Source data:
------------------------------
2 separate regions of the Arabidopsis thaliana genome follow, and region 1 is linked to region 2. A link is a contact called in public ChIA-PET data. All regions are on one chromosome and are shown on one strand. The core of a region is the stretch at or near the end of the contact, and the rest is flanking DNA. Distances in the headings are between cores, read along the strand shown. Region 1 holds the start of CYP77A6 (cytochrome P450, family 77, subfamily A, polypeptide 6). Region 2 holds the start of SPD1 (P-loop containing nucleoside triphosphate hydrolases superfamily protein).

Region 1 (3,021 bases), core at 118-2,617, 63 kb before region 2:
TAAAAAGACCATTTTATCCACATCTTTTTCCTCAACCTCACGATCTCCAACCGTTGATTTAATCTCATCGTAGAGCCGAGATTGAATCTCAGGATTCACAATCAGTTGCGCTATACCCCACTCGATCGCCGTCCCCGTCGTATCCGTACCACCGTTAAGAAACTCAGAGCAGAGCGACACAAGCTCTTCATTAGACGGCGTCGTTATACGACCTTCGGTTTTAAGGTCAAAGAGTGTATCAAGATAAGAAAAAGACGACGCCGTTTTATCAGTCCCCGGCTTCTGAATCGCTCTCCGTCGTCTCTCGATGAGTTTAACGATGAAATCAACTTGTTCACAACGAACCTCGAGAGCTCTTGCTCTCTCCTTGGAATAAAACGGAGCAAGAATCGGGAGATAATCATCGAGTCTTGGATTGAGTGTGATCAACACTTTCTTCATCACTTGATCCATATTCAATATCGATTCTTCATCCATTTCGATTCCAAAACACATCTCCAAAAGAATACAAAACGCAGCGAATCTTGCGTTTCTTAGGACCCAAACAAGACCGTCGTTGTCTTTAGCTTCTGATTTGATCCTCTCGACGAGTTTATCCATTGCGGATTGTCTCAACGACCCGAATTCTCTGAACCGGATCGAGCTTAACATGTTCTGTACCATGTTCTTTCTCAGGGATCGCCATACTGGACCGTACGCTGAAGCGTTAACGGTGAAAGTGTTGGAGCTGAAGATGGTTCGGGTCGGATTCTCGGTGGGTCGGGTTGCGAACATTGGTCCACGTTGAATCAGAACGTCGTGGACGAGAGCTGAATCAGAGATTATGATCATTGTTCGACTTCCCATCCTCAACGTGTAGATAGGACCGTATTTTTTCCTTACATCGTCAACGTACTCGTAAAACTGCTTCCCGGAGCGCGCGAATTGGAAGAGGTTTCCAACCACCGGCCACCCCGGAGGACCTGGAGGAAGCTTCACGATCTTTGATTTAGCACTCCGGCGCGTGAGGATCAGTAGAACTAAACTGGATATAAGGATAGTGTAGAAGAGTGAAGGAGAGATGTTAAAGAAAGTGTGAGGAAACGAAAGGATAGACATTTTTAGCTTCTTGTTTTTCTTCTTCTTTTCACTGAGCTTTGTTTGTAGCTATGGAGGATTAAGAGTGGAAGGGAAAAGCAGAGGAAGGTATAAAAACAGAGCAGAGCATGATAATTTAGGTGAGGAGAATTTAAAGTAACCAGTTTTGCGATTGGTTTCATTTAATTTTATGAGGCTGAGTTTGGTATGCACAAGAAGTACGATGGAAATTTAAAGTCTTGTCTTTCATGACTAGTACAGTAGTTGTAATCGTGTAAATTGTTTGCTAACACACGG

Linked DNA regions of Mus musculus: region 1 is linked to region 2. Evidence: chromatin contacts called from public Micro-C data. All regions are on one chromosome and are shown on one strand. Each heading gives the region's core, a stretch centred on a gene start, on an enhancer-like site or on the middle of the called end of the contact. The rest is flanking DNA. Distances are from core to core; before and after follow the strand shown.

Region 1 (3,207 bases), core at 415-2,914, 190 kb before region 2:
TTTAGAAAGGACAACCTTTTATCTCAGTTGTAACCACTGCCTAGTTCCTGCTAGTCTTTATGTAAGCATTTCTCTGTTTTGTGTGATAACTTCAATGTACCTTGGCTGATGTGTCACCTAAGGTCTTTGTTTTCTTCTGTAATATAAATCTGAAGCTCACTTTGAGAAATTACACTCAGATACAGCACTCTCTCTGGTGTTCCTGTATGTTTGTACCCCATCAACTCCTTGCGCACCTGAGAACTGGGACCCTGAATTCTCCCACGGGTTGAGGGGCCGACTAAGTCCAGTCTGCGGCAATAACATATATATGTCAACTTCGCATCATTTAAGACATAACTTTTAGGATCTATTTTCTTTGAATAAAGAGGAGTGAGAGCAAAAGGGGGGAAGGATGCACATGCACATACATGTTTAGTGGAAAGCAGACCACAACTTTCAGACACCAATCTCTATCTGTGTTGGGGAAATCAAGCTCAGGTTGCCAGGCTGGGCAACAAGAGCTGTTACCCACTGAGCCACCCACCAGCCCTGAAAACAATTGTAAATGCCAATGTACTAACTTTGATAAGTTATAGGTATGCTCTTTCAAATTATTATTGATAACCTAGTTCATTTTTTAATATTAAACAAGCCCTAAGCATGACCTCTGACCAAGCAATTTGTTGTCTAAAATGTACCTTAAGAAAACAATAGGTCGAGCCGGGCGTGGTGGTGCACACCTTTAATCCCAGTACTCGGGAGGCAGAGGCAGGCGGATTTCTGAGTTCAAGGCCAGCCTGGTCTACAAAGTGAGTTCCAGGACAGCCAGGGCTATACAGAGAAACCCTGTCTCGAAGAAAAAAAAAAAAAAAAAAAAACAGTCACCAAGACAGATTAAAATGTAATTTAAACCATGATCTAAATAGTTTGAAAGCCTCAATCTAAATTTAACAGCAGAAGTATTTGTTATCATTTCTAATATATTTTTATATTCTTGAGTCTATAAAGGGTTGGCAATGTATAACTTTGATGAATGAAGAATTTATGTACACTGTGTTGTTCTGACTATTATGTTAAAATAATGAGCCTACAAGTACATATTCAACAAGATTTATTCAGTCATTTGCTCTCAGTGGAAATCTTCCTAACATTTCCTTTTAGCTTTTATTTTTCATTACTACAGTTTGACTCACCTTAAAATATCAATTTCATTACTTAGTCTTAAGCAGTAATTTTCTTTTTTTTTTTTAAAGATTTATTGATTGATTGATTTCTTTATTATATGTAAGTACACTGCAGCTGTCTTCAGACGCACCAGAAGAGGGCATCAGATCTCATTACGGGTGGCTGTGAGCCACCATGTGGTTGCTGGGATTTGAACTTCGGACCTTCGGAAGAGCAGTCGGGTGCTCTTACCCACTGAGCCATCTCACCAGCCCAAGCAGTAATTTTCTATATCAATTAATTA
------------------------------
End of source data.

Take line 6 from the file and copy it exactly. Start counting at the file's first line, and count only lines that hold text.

TTTAGAAAGGACAACCTTTTATCTCAGTTGTAACCACTGCCTAGTTCCTGCTAGTCTTTATGTAAGCATTTCTCTGTTTTGTGTGATAACTTCAATGTACCTTGGCTGATGTGTCACCTAAGGTCTTTGTTTTCTTCTGTAATATAAATCTGAAGCTCACTTTGAGAAATTACACTCAGATACAGCACTCTCTCTGGTGTTCCTGTATGTTTGTACCCCATCAACTCCTTGCGCACCTGAGAACTGGGACCCTGAATTCTCCCACGGGTTGAGGGGCCGACTAAGTCCAGTCTGCGGCAATAACATATATATGTCAACTTCGCATCATTTAAGACATAACTTTTAGGATCTATTTTCTTTGAATAAAGAGGAGTGAGAGCAAAAGGGGGGAAGGATGCACATGCACATACATGTTTAGTGGAAAGCAGACCACAACTTTCAGACACCAATCTCTATCTGTGTTGGGGAAATCAAGCTCAGGTTGCCAGGCTGGGCAACAAGAGCTGTTACCCACTGAGCCACCCACCAGCCCTGAAAACAATTGTAAATGCCAATGTACTAACTTTGATAAGTTATAGGTATGCTCTTTCAAATTATTATTGATAACCTAGTTCATTTTTTAATATTAAACAAGCCCTAAGCATGACCTCTGACCAAGCAATTTGTTGTCTAAAATGTACCTTAAGAAAACAATAGGTCGAGCCGGGCGTGGTGGTGCACACCTTTAATCCCAGTACTCGGGAGGCAGAGGCAGGCGGATTTCTGAGTTCAAGGCCAGCCTGGTCTACAAAGTGAGTTCCAGGACAGCCAGGGCTATACAGAGAAACCCTGTCTCGAAGAAAAAAAAAAAAAAAAAAAAACAGTCACCAAGACAGATTAAAATGTAATTTAAACCATGATCTAAATAGTTTGAAAGCCTCAATCTAAATTTAACAGCAGAAGTATTTGTTATCATTTCTAATATATTTTTATATTCTTGAGTCTATAAAGGGTTGGCAATGTATAACTTTGATGAATGAAGAATTTATGTACACTGTGTTGTTCTGACTATTATGTTAAAATAATGAGCCTACAAGTACATATTCAACAAGATTTATTCAGTCATTTGCTCTCAGTGGAAATCTTCCTAACATTTCCTTTTAGCTTTTATTTTTCATTACTACAGTTTGACTCACCTTAAAATATCAATTTCATTACTTAGTCTTAAGCAGTAATTTTCTTTTTTTTTTTTAAAGATTTATTGATTGATTGATTTCTTTATTATATGTAAGTACACTGCAGCTGTCTTCAGACGCACCAGAAGAGGGCATCAGATCTCATTACGGGTGGCTGTGAGCCACCATGTGGTTGCTGGGATTTGAACTTCGGACCTTCGGAAGAGCAGTCGGGTGCTCTTACCCACTGAGCCATCTCACCAGCCCAAGCAGTAATTTTCTATATCAATTAATTA